The point of this parable should be obvious. We cannot assume that a way of life is suitable merely because it is ancient, or familiar, or the only one we know. An old moral code may not be well adapted to conditions that are different than they have been in the past. Moreover, we now live in conditions that are markedly different than they have been in the past, and we ourselves are responsible for the change. We have changed the world so much over such a short period of time that our old ways of life, our old customs and traditions—our old moral codes—are probably no longer suitable to the conditions in which we find ourselves.

            What can we do about that? One possible answer is that we may continue to be loyal to the moral code of our ancestors, and let the environment be hanged. We will surely die out if we make this choice, but Nature will not mind. The other choice, and one that I like better, is to try to understand the new environment, project how our actions might affect it, and change our behavior—indeed our very moral code—to be more suitable to the environment we are in.

            We can now add two final fundamental operative principles to our list. They are,

            (6) Be loyal to the customs and practices of ones ancestors.

            (7) Use your common sense. Think!

            Notice that, just as previous principles have done, these two conflict with each other. However, let’s be clear: rational examination of a moral code does not begin by tossing out the old moral code and attempting to replace it wholesale with a new one. The moral code of our ancestors is not a set of infallible axioms, but it is a body of accumulated wisdom, representing many generations—indeed, many billions of years—of inquiry into our relationship with our environment. Where we have no reason to question that accumulated wisdom, we have every right to adopt it as a working hypothesis. This is precisely how reasoning in science is done, and moral reasoning is no different.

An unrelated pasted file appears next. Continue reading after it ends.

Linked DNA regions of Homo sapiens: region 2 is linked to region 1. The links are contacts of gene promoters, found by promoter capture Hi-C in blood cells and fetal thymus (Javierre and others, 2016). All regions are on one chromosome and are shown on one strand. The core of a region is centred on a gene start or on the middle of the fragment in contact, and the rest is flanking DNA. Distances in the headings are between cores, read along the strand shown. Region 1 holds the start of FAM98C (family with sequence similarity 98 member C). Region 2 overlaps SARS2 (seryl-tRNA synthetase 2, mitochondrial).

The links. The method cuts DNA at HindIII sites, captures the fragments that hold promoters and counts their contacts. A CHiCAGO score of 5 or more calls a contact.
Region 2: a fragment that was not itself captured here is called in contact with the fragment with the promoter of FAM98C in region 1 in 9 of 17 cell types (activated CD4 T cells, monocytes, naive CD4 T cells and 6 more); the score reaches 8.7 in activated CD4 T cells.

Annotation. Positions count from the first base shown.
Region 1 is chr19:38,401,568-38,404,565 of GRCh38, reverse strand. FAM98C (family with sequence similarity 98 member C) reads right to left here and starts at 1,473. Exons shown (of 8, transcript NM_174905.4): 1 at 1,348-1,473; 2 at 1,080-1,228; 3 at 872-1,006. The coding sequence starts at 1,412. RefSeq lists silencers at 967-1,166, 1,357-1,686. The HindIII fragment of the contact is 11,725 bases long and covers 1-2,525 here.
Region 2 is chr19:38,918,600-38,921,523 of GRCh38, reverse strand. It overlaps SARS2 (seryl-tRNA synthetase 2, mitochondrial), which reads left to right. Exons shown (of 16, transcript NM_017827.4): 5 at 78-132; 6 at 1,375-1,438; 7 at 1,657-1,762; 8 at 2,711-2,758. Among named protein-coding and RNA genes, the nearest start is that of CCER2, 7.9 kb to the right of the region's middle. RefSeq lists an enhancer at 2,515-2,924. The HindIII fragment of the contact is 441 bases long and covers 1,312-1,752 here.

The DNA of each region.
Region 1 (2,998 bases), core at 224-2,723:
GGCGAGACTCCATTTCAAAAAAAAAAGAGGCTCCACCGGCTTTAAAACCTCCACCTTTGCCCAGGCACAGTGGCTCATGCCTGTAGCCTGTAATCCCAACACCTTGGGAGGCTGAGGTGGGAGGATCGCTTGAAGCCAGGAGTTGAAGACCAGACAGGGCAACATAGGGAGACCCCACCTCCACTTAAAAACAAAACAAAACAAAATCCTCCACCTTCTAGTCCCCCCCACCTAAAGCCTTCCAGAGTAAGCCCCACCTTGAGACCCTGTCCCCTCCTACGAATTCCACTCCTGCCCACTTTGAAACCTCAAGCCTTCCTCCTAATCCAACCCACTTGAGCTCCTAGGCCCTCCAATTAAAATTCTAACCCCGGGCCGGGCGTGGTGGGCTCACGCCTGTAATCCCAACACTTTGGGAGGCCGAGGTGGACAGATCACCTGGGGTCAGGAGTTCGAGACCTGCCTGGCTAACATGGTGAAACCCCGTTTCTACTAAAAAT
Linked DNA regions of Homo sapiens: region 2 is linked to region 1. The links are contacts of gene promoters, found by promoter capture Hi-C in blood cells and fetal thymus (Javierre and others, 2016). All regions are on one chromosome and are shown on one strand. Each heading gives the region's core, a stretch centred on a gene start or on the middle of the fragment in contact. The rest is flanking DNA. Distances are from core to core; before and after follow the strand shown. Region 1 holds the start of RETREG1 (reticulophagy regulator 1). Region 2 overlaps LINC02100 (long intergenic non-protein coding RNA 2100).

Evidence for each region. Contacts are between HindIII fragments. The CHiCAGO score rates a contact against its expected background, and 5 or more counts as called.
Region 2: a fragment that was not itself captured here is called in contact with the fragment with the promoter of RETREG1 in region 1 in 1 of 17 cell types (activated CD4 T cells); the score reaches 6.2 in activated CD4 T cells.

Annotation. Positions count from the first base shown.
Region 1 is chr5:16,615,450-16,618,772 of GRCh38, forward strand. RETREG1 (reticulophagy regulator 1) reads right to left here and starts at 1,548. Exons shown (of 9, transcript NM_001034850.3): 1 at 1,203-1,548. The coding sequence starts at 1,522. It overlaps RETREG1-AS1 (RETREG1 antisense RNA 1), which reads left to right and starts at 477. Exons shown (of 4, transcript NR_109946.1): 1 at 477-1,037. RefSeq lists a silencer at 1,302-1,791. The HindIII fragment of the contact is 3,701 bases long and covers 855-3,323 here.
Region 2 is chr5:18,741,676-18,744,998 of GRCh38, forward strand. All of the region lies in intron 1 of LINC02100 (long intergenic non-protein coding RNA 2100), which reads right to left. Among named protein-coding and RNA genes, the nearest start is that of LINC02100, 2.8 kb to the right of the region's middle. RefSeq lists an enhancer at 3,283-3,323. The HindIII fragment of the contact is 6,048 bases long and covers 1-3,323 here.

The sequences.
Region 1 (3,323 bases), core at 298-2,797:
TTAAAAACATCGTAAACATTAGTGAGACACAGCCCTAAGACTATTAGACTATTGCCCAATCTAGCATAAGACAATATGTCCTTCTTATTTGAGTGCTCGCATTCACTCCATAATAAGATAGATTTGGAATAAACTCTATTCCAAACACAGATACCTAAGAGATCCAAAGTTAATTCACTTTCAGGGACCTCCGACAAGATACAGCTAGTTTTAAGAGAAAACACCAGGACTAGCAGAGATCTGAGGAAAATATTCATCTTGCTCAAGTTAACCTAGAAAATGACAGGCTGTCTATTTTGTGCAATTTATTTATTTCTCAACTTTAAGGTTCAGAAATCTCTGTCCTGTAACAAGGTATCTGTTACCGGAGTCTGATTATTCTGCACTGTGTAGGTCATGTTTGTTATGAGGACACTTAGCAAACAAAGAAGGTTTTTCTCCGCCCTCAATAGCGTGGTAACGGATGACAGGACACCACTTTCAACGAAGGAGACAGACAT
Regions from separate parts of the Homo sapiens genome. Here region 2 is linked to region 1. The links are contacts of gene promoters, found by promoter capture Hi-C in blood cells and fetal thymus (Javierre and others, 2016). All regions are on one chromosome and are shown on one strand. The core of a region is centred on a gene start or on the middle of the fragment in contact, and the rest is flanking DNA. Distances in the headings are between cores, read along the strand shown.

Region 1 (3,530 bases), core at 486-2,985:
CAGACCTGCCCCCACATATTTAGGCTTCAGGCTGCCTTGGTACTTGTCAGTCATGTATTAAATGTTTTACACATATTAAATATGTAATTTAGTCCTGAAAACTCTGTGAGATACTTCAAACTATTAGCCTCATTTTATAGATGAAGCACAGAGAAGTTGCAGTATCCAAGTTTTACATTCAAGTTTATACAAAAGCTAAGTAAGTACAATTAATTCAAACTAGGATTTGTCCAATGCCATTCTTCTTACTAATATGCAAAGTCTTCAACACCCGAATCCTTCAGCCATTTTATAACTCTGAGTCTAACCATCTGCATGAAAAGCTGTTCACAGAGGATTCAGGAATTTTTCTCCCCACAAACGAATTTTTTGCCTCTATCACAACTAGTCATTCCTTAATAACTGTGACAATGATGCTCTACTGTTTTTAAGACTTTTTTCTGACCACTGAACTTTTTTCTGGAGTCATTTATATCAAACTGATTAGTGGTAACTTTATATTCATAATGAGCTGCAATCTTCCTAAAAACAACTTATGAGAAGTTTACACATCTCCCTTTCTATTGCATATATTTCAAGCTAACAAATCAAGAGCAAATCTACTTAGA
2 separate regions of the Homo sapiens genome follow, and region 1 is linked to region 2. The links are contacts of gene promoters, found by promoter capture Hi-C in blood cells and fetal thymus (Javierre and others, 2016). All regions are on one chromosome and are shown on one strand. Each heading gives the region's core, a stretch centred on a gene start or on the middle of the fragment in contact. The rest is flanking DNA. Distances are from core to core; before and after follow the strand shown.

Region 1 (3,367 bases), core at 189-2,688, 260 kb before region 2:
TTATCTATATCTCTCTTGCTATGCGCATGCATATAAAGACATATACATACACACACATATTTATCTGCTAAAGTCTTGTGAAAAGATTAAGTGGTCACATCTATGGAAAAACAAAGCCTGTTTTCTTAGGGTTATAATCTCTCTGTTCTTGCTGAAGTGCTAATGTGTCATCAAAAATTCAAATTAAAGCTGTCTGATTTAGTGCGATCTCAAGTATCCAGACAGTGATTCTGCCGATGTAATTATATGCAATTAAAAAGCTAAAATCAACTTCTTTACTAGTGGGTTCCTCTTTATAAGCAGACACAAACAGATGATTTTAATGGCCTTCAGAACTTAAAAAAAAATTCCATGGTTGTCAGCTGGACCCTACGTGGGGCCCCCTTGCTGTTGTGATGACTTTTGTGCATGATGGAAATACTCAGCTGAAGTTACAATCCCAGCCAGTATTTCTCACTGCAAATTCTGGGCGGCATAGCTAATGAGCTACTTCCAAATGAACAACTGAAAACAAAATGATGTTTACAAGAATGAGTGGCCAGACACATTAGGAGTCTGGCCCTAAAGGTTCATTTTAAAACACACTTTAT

Moral reasoning is also like scientific reasoning in the sense that it is a shared discussion in which inquirers try to reach consensus through a mutual consideration of facts. Morality is a matter of opinion in just the same way that science is. That is, while scientists often disagree with each other, they recognize that consensus is possible. Earlier I said that morality is shared. To the extent that we have already reached public consensus on how to treat each other, this is true; and, we have already reached public consensus on many things—that it is wrong to run red lights, for example. On some matters, of course, there are still sharp disagreements, but on those matters, consensus is possible.

            Dick Cheney once famously said that re-cycling is a personal virtue, not a moral imperative. I disagree. Re-cycling is one of the changes in modern behavior that has been most effective at easing stress on the environment. Water and energy conservation help too. Are such seemingly trivial matters so important that they deserve to be ranked as moral imperatives? They are the very essence of morality. They are actions of self-sacrifice calculated to keep our society in balance with its environment, so that our society can continue and future generations can be born into the world. What could be more important than that? But natural selection is an ongoing process. One of the errors that we must constantly guard against is thinking of ourselves as the crown of creation, the final goal toward which evolution was striving. If we learn to challenge old moral codes rationally, and to revise them to make them better suited to changed and changing conditions, we will survive, and new generations will be born; if not…well, perhaps, some day we will be replaced by a more moral species.

That is how natural selection operates.